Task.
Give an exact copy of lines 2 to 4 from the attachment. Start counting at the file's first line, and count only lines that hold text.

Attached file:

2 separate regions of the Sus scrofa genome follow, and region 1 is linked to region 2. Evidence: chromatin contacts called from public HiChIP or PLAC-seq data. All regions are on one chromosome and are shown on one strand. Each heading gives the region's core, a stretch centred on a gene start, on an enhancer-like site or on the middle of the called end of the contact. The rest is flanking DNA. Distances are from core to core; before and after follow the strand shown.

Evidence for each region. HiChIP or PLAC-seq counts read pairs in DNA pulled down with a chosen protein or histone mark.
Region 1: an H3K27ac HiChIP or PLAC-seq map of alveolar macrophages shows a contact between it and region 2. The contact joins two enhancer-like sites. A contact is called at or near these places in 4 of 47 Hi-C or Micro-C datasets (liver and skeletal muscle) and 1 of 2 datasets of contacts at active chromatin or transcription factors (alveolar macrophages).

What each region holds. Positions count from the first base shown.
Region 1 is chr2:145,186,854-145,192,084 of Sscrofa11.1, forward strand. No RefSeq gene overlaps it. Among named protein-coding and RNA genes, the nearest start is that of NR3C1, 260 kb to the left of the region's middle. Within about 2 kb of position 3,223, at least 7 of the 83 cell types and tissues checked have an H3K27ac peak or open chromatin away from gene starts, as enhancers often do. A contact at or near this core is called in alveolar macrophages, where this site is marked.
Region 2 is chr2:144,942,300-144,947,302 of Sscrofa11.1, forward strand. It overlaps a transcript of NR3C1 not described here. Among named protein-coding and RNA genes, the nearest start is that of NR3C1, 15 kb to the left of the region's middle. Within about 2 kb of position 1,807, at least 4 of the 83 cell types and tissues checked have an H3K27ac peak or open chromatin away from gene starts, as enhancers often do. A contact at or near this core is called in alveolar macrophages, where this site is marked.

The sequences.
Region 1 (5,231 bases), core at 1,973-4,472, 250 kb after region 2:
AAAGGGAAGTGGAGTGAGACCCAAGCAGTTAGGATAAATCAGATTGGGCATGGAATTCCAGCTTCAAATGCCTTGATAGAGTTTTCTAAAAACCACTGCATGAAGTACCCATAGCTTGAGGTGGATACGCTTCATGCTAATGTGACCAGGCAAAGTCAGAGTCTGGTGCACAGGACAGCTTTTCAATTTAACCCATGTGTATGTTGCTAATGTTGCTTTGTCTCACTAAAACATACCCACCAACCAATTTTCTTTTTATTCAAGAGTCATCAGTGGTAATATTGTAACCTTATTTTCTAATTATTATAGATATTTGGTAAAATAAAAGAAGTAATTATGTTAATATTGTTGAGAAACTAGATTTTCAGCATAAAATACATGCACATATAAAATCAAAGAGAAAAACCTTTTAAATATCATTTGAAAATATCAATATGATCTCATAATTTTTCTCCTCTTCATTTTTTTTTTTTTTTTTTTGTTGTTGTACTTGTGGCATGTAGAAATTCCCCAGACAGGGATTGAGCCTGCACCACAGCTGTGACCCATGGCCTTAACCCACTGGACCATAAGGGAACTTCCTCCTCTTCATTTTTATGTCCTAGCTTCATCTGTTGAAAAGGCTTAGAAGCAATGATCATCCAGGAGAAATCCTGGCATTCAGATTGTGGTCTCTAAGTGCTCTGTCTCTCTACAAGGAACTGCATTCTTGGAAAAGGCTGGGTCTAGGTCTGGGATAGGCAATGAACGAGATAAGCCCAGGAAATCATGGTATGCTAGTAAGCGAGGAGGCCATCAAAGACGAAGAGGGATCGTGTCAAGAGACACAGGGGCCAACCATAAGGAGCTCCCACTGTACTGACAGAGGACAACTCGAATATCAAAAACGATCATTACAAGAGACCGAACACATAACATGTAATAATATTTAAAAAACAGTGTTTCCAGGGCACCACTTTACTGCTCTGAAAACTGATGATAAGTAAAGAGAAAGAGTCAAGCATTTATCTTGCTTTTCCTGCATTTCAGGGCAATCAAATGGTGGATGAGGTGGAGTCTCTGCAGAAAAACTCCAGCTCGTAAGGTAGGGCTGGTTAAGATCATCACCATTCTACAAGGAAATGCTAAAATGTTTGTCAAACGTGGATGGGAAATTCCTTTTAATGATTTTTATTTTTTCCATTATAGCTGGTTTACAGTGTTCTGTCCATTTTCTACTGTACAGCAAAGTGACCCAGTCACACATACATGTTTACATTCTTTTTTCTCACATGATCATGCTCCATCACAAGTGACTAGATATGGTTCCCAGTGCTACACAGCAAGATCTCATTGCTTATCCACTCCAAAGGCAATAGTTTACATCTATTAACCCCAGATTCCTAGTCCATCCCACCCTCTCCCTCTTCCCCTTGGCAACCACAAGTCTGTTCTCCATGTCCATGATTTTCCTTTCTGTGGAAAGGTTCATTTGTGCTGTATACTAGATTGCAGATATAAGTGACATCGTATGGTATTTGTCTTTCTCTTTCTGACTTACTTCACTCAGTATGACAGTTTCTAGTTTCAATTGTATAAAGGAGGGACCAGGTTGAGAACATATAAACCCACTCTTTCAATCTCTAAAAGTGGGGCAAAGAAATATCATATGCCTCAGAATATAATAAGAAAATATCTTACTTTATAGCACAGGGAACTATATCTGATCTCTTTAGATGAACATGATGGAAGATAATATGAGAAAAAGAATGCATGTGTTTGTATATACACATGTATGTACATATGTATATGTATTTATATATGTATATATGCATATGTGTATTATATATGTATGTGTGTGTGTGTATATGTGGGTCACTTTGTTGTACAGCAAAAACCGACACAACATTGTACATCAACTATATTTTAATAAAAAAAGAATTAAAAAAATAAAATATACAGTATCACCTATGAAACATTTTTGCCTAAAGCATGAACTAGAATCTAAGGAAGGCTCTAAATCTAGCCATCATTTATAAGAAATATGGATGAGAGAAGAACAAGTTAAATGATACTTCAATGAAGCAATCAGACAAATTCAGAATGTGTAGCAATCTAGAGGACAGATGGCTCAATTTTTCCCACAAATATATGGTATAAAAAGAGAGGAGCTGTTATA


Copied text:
Evidence for each region. HiChIP or PLAC-seq counts read pairs in DNA pulled down with a chosen protein or histone mark.
Region 1: an H3K27ac HiChIP or PLAC-seq map of alveolar macrophages shows a contact between it and region 2. The contact joins two enhancer-like sites. A contact is called at or near these places in 4 of 47 Hi-C or Micro-C datasets (liver and skeletal muscle) and 1 of 2 datasets of contacts at active chromatin or transcription factors (alveolar macrophages).

What each region holds. Positions count from the first base shown.